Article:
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0

Yes, based upon what was done for the last time Halley's comet came by. https://en.wikipedia.org/wiki/Suisei_(spacecraft) Fifteen burns of Suisei's 3 N motors during the period of April 5–10, 1987, yielded a 65 m/s velocity increase for a 60,000 km Earth gravity assist swingby on August 20, 1992, helped it establish a Heliocentric orbit around the sun. ...


3

As everyone else has mentioned, there doesn't seem to be a mission for a true parabolic escape, especially since an exact parabolic trajectory is a target of zero size and therefore there is a zero chance of hitting it exactly. Also, a true parabolic orbit only makes sense in a two-body model. Once you consider the gravity of anything else, the orbit ...


0

Satellites put into geostationary orbit tend to use zero excess velocity trajectories to conserve more fuel for later positioning/adjustment


4

I can't think of one. For mission planning there is nothing special about parabolic velocity. There is something special from the perspective of teaching orbital mechanics as it is the boundary between closed and open orbits, but from a practical mission point of view it looks just like a very long ellipse or a barely open hyperbola for many, many years. ...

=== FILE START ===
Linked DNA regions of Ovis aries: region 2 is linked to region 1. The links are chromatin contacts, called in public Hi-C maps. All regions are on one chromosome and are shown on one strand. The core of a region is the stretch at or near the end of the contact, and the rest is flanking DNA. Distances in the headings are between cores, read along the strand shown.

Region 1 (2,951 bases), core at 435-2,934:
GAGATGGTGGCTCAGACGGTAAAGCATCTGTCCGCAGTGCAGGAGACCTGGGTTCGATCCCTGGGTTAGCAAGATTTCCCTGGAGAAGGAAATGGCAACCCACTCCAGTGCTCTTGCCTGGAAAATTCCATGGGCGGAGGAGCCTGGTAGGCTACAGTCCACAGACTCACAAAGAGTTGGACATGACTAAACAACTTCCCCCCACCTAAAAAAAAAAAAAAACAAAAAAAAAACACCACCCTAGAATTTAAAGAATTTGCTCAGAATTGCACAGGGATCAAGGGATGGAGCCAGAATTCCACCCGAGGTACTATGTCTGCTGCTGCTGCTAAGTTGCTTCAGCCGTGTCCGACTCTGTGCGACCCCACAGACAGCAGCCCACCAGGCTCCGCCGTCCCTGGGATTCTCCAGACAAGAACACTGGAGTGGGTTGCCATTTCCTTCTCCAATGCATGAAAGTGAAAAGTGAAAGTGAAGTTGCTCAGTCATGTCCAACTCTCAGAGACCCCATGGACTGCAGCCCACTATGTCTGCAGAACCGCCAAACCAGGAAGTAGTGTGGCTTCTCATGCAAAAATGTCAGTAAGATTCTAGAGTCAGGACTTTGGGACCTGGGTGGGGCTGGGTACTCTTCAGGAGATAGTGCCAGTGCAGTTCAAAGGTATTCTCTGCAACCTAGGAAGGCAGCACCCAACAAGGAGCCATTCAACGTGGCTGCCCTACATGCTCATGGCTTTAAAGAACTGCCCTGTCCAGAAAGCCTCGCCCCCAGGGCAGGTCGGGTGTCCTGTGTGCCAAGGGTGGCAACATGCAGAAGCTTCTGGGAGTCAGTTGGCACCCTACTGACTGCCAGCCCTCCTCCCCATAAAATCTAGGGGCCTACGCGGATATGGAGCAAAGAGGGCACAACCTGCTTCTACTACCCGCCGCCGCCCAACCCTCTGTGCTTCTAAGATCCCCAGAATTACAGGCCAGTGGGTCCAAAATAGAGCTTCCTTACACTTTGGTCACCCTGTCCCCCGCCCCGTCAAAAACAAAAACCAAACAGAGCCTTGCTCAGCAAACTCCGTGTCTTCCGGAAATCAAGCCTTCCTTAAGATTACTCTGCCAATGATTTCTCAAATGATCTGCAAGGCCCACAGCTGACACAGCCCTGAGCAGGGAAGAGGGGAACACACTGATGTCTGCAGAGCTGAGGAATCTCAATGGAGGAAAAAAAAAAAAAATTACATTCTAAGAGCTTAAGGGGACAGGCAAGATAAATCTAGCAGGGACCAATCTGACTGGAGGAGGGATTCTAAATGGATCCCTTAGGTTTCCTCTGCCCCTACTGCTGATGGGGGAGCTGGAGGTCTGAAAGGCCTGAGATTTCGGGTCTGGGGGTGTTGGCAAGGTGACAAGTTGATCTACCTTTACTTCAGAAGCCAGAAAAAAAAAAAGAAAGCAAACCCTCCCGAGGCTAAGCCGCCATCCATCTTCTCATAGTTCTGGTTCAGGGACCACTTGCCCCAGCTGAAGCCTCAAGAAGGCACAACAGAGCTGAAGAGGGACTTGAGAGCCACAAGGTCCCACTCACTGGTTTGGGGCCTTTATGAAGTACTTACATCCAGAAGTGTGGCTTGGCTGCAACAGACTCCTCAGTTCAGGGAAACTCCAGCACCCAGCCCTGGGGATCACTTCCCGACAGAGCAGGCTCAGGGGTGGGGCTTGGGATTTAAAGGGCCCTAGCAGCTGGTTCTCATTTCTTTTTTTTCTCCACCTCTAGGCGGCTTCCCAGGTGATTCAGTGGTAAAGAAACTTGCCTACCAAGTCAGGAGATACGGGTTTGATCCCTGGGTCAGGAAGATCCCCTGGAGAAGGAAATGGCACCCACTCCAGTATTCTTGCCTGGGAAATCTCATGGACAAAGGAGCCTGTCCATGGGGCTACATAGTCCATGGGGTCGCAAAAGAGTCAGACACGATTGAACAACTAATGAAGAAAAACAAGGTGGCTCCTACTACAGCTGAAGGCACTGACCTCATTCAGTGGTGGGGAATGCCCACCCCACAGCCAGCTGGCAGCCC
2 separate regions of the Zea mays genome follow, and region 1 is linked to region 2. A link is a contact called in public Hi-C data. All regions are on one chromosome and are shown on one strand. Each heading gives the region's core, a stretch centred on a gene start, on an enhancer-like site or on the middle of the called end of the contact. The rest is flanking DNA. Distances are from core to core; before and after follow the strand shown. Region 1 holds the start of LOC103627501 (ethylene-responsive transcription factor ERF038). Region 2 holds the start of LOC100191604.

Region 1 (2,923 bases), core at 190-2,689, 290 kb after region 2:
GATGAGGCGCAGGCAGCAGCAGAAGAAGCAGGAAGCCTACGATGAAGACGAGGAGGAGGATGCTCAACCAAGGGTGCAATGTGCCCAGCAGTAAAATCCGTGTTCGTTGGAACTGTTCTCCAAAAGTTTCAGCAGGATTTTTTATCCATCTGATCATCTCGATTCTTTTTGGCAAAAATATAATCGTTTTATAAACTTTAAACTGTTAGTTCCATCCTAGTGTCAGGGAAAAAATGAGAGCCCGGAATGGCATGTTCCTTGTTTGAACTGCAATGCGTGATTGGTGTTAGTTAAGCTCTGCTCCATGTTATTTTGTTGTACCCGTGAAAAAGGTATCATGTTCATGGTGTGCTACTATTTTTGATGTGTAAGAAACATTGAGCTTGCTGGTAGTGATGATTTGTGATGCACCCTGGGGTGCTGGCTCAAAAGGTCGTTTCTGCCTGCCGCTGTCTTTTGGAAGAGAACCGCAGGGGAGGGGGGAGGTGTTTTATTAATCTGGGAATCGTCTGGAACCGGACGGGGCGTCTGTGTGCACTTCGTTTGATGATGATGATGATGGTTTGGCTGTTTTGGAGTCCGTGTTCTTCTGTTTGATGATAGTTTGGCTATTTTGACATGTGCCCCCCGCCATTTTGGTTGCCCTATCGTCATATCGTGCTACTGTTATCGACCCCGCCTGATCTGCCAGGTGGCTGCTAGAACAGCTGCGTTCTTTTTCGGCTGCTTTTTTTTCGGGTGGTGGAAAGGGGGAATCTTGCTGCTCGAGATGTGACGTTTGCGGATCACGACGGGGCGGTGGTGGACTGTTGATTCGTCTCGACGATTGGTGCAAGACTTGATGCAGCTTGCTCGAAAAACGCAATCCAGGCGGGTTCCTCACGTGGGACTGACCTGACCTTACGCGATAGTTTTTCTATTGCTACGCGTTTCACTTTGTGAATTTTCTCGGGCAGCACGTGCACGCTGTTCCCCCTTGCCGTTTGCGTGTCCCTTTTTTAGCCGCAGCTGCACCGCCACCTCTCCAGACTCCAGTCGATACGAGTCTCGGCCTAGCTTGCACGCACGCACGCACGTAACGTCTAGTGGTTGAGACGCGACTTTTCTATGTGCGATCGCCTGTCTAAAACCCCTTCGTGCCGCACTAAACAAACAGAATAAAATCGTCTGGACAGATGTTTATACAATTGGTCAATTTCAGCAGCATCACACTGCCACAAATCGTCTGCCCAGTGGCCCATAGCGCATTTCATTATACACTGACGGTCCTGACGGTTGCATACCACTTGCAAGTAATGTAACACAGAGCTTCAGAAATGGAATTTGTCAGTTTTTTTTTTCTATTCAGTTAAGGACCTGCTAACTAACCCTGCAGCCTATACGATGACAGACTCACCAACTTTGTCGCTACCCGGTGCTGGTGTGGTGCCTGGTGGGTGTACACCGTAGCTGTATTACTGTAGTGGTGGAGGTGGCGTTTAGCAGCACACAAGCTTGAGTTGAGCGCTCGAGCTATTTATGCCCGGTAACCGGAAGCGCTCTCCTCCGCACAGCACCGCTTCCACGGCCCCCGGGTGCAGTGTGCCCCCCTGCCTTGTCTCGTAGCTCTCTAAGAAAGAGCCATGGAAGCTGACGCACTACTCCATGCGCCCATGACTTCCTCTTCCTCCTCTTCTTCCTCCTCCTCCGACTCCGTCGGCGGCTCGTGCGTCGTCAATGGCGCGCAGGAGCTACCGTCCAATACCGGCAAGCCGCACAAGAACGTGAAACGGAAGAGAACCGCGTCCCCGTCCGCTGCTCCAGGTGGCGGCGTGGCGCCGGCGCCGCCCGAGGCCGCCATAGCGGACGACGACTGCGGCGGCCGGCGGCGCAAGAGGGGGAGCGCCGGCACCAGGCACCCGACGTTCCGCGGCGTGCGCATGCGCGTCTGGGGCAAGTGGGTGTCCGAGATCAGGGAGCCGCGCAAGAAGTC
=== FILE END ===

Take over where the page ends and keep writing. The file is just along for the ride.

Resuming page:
5

Parabolic escape trajectory is only theoretical, it only "works" in a two body system, and in a two body system "escape" is a meaningless practice anyways. In a multi body system the forces from other bodies, especially around the edge of the gravity well, make parabolic escape impossible: before you'd have zero velocity the other body would've already ...


12

Why would one want to choose zero excess velocity upon escape? If you aren't in a great hurry, and you have a small delta-V budget, and you want to visit the Trojan points L4 or L5, you can do so by getting just outside of Earth's sphere of influence, then lowering or raising your solar orbit very slightly to get ahead of or fall behind Earth. You wouldn't ...


19

Why zero excess velocity? Well, with almost zero excess velocity you can stay near Earth, but not too near. For example, the Spitzer space telescope did this to communicate with Earth while avoiding radiant heat from Earth. It's been drifting away, but slowly enough that other factors first reduced its effectiveness.


2

I think your problem is just a matter of terminology. Almost all of the orbits you hear about are elliptical. Some are almost exactly circular, but that counts as a special case of elliptical. Orbits like that keep going round and round, and stay within a certain distance of the primary. You might have the impression that's part of the meaning of "orbit". ...


4

This relates to the concept of escape velocity, which is the speed needed to escape an object's gravity well. Even though gravity has an infinite reach, the fact that its force reduces quadratically with distance means that it only takes a finite amount of energy to climb out of a planet's gravity well. For some fixed energy cost, you can get arbitrarily far ...


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